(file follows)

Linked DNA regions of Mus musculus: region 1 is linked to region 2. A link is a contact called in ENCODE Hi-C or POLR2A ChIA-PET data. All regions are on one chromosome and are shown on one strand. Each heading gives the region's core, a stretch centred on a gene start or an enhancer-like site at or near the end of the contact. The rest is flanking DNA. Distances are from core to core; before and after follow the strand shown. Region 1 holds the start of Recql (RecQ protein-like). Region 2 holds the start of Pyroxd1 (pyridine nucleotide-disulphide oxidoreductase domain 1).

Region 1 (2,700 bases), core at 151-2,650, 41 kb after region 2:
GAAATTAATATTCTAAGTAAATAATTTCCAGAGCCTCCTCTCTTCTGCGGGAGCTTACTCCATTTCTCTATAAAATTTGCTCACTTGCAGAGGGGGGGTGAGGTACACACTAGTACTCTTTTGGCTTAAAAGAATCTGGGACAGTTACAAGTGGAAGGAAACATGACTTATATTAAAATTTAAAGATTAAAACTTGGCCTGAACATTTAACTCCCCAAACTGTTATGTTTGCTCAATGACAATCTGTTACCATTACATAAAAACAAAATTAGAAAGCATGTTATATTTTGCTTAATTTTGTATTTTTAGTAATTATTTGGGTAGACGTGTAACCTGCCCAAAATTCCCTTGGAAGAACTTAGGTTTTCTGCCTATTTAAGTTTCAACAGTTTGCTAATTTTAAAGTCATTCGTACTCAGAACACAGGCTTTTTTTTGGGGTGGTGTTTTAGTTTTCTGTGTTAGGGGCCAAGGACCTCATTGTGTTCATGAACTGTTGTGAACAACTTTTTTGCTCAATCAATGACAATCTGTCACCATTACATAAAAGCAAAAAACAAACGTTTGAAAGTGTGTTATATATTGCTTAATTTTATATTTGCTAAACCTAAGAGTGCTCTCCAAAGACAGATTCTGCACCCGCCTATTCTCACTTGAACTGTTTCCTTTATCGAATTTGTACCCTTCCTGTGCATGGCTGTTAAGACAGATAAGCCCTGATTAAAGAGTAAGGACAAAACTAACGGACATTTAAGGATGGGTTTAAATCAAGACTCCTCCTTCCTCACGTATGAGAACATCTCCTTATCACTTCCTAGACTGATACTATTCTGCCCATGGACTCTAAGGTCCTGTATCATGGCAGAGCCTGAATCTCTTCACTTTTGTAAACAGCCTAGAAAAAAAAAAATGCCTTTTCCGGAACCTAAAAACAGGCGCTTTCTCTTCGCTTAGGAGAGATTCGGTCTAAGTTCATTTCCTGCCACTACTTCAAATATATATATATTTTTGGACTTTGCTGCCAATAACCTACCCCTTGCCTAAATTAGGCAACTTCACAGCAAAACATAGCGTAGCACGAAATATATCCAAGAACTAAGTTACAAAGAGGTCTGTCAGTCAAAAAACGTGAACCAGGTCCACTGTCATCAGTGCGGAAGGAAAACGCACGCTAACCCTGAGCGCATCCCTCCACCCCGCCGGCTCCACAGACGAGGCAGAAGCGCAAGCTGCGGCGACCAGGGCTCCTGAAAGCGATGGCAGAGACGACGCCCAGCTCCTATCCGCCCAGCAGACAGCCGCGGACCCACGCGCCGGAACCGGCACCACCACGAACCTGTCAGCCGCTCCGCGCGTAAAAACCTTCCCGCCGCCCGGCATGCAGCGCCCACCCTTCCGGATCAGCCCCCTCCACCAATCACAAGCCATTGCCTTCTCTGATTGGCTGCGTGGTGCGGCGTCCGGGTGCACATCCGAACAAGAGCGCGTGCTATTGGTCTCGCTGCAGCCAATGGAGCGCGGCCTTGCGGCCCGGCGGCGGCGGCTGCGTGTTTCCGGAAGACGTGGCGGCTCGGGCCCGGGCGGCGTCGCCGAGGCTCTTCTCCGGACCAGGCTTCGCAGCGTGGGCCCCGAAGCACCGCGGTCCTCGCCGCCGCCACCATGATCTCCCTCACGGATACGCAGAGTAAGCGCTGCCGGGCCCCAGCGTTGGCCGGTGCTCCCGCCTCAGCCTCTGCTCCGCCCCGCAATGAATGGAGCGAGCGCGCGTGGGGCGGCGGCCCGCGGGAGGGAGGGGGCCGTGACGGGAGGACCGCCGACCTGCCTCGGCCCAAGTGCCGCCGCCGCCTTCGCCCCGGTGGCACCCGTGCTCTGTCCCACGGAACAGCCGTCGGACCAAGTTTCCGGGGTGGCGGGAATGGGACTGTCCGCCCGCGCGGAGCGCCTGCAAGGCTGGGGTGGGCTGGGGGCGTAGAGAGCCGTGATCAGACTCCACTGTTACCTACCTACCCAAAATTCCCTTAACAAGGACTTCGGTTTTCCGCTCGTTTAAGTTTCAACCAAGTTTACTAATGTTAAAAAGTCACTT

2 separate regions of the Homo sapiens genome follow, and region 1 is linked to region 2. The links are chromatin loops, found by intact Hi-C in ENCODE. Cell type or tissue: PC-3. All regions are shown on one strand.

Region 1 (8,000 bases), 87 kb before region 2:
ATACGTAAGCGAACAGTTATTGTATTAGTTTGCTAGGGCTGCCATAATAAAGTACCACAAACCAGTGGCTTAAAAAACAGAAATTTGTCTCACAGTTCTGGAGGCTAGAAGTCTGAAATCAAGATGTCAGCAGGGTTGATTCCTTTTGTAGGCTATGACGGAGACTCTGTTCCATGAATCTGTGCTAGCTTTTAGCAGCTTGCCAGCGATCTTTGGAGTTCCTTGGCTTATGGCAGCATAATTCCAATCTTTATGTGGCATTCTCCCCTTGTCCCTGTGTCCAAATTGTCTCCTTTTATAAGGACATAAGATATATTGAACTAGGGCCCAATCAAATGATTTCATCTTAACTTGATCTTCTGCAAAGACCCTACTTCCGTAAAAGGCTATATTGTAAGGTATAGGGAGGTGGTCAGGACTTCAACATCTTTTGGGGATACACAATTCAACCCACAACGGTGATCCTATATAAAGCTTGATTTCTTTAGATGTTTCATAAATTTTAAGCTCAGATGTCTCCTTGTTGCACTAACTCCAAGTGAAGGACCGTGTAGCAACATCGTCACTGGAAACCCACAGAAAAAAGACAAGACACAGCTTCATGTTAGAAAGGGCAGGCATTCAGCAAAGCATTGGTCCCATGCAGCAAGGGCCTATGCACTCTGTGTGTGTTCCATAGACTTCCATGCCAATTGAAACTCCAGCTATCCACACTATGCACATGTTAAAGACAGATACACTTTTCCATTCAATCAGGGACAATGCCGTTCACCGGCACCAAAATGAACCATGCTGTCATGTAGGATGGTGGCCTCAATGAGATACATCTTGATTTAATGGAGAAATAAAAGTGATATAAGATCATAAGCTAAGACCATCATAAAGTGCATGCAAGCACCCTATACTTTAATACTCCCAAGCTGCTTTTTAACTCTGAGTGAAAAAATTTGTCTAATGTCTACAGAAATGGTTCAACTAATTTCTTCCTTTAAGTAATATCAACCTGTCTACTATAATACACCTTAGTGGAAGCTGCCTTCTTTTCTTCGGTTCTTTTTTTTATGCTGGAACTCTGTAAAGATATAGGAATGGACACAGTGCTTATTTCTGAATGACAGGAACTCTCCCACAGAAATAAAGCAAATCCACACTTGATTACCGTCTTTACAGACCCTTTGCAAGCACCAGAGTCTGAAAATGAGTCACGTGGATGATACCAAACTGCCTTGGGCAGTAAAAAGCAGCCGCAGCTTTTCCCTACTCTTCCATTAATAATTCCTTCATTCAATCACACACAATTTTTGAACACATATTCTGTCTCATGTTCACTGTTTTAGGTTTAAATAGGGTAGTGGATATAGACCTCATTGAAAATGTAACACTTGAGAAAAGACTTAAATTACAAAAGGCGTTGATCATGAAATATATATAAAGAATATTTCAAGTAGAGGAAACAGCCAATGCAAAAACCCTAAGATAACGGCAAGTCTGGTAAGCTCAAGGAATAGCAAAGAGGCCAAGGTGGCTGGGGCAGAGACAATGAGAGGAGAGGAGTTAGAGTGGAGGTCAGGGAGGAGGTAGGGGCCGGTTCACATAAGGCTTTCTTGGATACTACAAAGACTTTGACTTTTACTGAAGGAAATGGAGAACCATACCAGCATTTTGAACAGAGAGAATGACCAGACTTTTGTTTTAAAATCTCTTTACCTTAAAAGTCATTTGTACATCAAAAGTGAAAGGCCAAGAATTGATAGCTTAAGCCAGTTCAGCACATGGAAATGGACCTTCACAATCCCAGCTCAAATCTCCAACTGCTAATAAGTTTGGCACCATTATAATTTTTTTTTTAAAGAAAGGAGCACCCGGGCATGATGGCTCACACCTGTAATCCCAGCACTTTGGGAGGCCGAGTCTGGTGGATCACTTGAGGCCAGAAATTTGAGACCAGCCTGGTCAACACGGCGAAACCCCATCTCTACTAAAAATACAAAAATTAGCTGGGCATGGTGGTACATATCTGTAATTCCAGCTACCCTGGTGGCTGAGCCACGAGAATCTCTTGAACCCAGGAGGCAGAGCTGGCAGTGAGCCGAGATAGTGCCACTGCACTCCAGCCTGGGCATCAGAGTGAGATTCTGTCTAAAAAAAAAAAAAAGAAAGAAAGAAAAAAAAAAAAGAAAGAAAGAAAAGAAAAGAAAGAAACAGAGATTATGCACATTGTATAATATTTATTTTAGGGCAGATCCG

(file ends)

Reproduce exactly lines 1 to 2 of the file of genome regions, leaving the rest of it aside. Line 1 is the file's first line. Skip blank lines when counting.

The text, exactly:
Linked DNA regions of Mus musculus: region 1 is linked to region 2. A link is a contact called in ENCODE Hi-C or POLR2A ChIA-PET data. All regions are on one chromosome and are shown on one strand. Each heading gives the region's core, a stretch centred on a gene start or an enhancer-like site at or near the end of the contact. The rest is flanking DNA. Distances are from core to core; before and after follow the strand shown. Region 1 holds the start of Recql (RecQ protein-like). Region 2 holds the start of Pyroxd1 (pyridine nucleotide-disulphide oxidoreductase domain 1).

Region 1 (2,700 bases), core at 151-2,650, 41 kb after region 2: